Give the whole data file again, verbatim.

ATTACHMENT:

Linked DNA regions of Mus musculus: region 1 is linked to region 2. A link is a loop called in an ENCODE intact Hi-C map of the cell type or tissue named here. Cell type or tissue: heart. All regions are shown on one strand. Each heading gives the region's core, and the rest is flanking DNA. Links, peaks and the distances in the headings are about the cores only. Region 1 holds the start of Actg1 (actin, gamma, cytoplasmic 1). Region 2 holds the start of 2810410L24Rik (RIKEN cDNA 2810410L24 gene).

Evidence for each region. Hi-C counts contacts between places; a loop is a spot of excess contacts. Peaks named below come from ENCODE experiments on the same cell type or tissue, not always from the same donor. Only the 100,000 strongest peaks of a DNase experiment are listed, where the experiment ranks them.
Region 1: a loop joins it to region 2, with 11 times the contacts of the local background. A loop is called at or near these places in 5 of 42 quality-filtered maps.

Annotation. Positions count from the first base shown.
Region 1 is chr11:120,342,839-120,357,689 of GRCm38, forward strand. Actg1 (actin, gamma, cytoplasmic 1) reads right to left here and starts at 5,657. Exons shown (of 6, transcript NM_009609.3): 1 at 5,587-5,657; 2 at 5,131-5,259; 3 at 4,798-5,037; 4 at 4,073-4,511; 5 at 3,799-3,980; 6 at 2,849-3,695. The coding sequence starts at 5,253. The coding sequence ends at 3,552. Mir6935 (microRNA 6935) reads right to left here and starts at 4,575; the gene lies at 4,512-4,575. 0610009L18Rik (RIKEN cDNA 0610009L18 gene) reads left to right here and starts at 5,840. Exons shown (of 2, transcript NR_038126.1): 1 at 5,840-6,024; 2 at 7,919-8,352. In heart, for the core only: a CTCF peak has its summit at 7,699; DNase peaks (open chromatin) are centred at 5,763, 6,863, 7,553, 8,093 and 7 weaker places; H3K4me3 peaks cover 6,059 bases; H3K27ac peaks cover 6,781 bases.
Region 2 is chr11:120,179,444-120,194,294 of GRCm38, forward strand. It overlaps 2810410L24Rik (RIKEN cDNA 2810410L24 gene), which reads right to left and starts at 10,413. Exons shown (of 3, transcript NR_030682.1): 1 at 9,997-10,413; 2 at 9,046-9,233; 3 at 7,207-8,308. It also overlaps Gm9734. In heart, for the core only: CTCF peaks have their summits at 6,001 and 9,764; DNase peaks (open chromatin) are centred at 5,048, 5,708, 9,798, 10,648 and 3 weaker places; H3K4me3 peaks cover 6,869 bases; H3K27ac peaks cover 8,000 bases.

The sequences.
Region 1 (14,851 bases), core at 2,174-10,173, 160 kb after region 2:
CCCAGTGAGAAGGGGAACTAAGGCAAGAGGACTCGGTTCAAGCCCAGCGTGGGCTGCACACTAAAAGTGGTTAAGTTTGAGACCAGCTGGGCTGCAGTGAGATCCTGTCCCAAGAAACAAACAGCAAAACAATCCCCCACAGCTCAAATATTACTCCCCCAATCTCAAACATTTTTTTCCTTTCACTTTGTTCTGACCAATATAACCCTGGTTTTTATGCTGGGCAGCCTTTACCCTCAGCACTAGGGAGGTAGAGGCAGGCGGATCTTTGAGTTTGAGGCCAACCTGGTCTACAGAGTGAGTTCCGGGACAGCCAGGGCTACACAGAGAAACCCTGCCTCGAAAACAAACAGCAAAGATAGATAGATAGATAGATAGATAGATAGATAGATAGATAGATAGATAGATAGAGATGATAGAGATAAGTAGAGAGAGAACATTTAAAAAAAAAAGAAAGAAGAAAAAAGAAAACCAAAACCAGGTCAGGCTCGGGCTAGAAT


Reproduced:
Linked DNA regions of Mus musculus: region 1 is linked to region 2. A link is a loop called in an ENCODE intact Hi-C map of the cell type or tissue named here. Cell type or tissue: heart. All regions are shown on one strand. Each heading gives the region's core, and the rest is flanking DNA. Links, peaks and the distances in the headings are about the cores only. Region 1 holds the start of Actg1 (actin, gamma, cytoplasmic 1). Region 2 holds the start of 2810410L24Rik (RIKEN cDNA 2810410L24 gene).

Evidence for each region. Hi-C counts contacts between places; a loop is a spot of excess contacts. Peaks named below come from ENCODE experiments on the same cell type or tissue, not always from the same donor. Only the 100,000 strongest peaks of a DNase experiment are listed, where the experiment ranks them.
Region 1: a loop joins it to region 2, with 11 times the contacts of the local background. A loop is called at or near these places in 5 of 42 quality-filtered maps.

Annotation. Positions count from the first base shown.
Region 1 is chr11:120,342,839-120,357,689 of GRCm38, forward strand. Actg1 (actin, gamma, cytoplasmic 1) reads right to left here and starts at 5,657. Exons shown (of 6, transcript NM_009609.3): 1 at 5,587-5,657; 2 at 5,131-5,259; 3 at 4,798-5,037; 4 at 4,073-4,511; 5 at 3,799-3,980; 6 at 2,849-3,695. The coding sequence starts at 5,253. The coding sequence ends at 3,552. Mir6935 (microRNA 6935) reads right to left here and starts at 4,575; the gene lies at 4,512-4,575. 0610009L18Rik (RIKEN cDNA 0610009L18 gene) reads left to right here and starts at 5,840. Exons shown (of 2, transcript NR_038126.1): 1 at 5,840-6,024; 2 at 7,919-8,352. In heart, for the core only: a CTCF peak has its summit at 7,699; DNase peaks (open chromatin) are centred at 5,763, 6,863, 7,553, 8,093 and 7 weaker places; H3K4me3 peaks cover 6,059 bases; H3K27ac peaks cover 6,781 bases.
Region 2 is chr11:120,179,444-120,194,294 of GRCm38, forward strand. It overlaps 2810410L24Rik (RIKEN cDNA 2810410L24 gene), which reads right to left and starts at 10,413. Exons shown (of 3, transcript NR_030682.1): 1 at 9,997-10,413; 2 at 9,046-9,233; 3 at 7,207-8,308. It also overlaps Gm9734. In heart, for the core only: CTCF peaks have their summits at 6,001 and 9,764; DNase peaks (open chromatin) are centred at 5,048, 5,708, 9,798, 10,648 and 3 weaker places; H3K4me3 peaks cover 6,869 bases; H3K27ac peaks cover 8,000 bases.

The sequences.
Region 1 (14,851 bases), core at 2,174-10,173, 160 kb after region 2:
CCCAGTGAGAAGGGGAACTAAGGCAAGAGGACTCGGTTCAAGCCCAGCGTGGGCTGCACACTAAAAGTGGTTAAGTTTGAGACCAGCTGGGCTGCAGTGAGATCCTGTCCCAAGAAACAAACAGCAAAACAATCCCCCACAGCTCAAATATTACTCCCCCAATCTCAAACATTTTTTTCCTTTCACTTTGTTCTGACCAATATAACCCTGGTTTTTATGCTGGGCAGCCTTTACCCTCAGCACTAGGGAGGTAGAGGCAGGCGGATCTTTGAGTTTGAGGCCAACCTGGTCTACAGAGTGAGTTCCGGGACAGCCAGGGCTACACAGAGAAACCCTGCCTCGAAAACAAACAGCAAAGATAGATAGATAGATAGATAGATAGATAGATAGATAGATAGATAGATAGATAGAGATGATAGAGATAAGTAGAGAGAGAACATTTAAAAAAAAAAGAAAGAAGAAAAAAGAAAACCAAAACCAGGTCAGGCTCGGGCTAGAAT